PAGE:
The key search terms are "God" and "Barry Bonds." The truly brazen can add "born again," but it may take a few weeks for that to show up -- other than in sarcastic references in sports-page columns. You may also want to search for "Bonds," "point to the sky."
But the religious language has already started, so I wanted to open this up as a thread for those who see serious stories that raise religious and/or faith issues in the Bonds coverage. Again, we don't want to bash Bonds here. That is not the point. We want to look for signs of religion news and language in the coverage of the case.
You honestly don't think this is coming? I know. Bonds is his own man and his pride is very strong. And, when he points up in the sky after a home run, it means something to him. Maybe several things. Thus, we are starting to see language like this, taken, logically enough, from the San Francisco Chronicle:
Steve Kinney of San Jose, sipping a bourbon and water at the bar in MoMo's, was more charitable. He likes Bonds, he likes baseball and he believes that people, especially Bonds, are innocent until proven guilty and maybe even after.
"Who knows if he did it?" Kinney said. "No one has any proof. This is between Barry Bonds and his God."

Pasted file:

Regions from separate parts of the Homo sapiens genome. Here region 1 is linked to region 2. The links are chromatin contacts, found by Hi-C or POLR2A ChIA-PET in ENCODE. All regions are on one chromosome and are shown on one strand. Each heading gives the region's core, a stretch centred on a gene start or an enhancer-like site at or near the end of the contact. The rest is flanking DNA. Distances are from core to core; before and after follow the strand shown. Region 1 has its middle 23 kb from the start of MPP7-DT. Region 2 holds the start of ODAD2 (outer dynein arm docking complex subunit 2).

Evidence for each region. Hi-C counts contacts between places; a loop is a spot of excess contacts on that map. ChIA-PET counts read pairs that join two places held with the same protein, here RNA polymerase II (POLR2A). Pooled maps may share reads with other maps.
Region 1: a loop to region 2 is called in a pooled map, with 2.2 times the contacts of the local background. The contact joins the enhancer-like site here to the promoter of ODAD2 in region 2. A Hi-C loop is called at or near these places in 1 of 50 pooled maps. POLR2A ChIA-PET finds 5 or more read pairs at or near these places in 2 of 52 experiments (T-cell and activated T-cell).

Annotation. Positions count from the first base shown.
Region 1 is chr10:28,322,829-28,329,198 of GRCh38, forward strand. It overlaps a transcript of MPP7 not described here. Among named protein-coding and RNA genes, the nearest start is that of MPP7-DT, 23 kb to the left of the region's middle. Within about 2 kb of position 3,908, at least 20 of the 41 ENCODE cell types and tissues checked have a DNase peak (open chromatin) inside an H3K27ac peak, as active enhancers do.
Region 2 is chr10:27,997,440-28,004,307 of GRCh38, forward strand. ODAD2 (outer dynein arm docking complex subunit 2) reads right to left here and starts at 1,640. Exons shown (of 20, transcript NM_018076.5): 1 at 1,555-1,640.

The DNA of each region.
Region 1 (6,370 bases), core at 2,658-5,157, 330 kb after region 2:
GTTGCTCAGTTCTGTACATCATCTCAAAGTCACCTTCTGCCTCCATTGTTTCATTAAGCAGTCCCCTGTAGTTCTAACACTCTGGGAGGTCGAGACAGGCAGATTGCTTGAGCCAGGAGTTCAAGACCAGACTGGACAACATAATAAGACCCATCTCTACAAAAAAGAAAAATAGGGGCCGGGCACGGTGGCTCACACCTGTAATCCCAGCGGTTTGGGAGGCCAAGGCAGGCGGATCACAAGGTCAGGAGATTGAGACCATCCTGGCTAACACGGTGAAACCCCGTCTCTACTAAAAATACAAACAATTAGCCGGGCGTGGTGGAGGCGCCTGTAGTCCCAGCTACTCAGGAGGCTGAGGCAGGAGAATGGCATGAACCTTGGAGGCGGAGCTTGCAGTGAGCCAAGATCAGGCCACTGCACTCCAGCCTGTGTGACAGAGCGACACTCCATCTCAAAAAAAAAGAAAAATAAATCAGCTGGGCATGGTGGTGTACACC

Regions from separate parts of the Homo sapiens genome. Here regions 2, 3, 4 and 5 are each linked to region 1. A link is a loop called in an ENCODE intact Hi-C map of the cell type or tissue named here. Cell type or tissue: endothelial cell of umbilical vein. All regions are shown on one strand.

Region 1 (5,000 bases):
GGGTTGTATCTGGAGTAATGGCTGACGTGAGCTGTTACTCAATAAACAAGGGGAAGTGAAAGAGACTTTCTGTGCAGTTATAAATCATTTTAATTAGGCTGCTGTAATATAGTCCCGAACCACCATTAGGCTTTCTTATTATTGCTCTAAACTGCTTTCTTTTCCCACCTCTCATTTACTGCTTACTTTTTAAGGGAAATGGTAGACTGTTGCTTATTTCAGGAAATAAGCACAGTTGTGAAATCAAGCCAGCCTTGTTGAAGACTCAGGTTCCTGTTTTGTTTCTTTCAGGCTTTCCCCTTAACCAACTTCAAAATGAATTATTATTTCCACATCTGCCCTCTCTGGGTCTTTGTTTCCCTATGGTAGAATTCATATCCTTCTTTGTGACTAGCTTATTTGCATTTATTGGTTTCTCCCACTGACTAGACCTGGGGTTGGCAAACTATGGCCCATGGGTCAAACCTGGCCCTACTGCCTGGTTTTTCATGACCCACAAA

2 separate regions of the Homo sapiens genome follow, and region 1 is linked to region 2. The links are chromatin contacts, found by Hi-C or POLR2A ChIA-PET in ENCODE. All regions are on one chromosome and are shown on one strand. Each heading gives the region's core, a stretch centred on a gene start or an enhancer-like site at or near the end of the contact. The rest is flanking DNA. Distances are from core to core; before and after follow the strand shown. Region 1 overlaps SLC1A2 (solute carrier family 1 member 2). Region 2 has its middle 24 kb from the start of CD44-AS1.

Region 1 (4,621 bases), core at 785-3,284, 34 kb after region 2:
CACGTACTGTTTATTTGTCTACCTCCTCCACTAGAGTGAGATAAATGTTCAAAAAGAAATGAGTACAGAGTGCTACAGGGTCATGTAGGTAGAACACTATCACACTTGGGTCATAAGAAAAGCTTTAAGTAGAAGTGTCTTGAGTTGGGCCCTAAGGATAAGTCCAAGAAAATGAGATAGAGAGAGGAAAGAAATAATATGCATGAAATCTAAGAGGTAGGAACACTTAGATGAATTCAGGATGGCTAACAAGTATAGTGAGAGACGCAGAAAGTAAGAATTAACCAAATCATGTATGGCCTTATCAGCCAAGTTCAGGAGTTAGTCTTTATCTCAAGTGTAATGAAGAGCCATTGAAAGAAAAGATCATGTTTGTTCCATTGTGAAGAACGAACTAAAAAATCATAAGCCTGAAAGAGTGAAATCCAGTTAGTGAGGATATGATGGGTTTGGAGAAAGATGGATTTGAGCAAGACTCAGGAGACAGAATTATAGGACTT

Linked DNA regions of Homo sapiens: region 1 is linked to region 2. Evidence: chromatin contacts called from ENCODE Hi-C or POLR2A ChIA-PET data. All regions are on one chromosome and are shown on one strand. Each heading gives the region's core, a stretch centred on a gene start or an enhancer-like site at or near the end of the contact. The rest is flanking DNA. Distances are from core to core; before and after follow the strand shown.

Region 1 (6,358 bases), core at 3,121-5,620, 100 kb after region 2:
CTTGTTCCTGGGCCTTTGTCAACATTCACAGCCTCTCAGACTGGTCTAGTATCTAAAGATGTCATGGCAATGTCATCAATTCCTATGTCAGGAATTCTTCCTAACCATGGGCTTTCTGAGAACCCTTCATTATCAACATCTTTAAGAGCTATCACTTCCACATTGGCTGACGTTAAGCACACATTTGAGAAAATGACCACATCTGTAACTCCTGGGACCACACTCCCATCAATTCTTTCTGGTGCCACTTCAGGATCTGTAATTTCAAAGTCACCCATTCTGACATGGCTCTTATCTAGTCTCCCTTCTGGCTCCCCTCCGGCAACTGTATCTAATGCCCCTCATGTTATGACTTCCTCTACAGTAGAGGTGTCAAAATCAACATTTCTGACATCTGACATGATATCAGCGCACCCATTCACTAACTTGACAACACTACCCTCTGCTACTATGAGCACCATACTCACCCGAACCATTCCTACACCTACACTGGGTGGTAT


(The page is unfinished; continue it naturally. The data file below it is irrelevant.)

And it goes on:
Over at The Huffington Post, columnist Tom McNichol has already gone to the logal topic -- in his post "God and Baseball." We will officially arrive when the George Will column on this topic hits the Washington Post Syndicate.
Take it away, McNichol:
On one level, the point-to-the-sky gesture can be seen as a legitimate way of giving thanks to an unseen Creator who has endowed the baseball player with special gifts. The pro athlete's gifts are special indeed; they enable grown men to play a kid's game and become millionaires. If that doesn't deserve thanks, nothing does.
But the God invoked by ballplayers when they point to the sky is quite a peculiar Deity, one whose preferences, desires, and team loyalties seem to track very closely with those of the player doing the pointing. The God that Barry Bonds points to doesn't worry about all the steroid talk -- He just digs the long ball. David Ortiz's Big Papi apparently doesn't care much for American League pitchers in general or the Yankees and Rockies in particular. Reliever Francisco Rodriguez's God doesn't think the save is a cheap stat; it's a great stat! God knows the save should be more generously rewarded than it already is, and with His help, Rodriguez will someday get the contract he deserves.
We tend to fashion God in our own image and likeness.
Does all of this sound very American to you?
Help us watch for the serious articles on this. Please.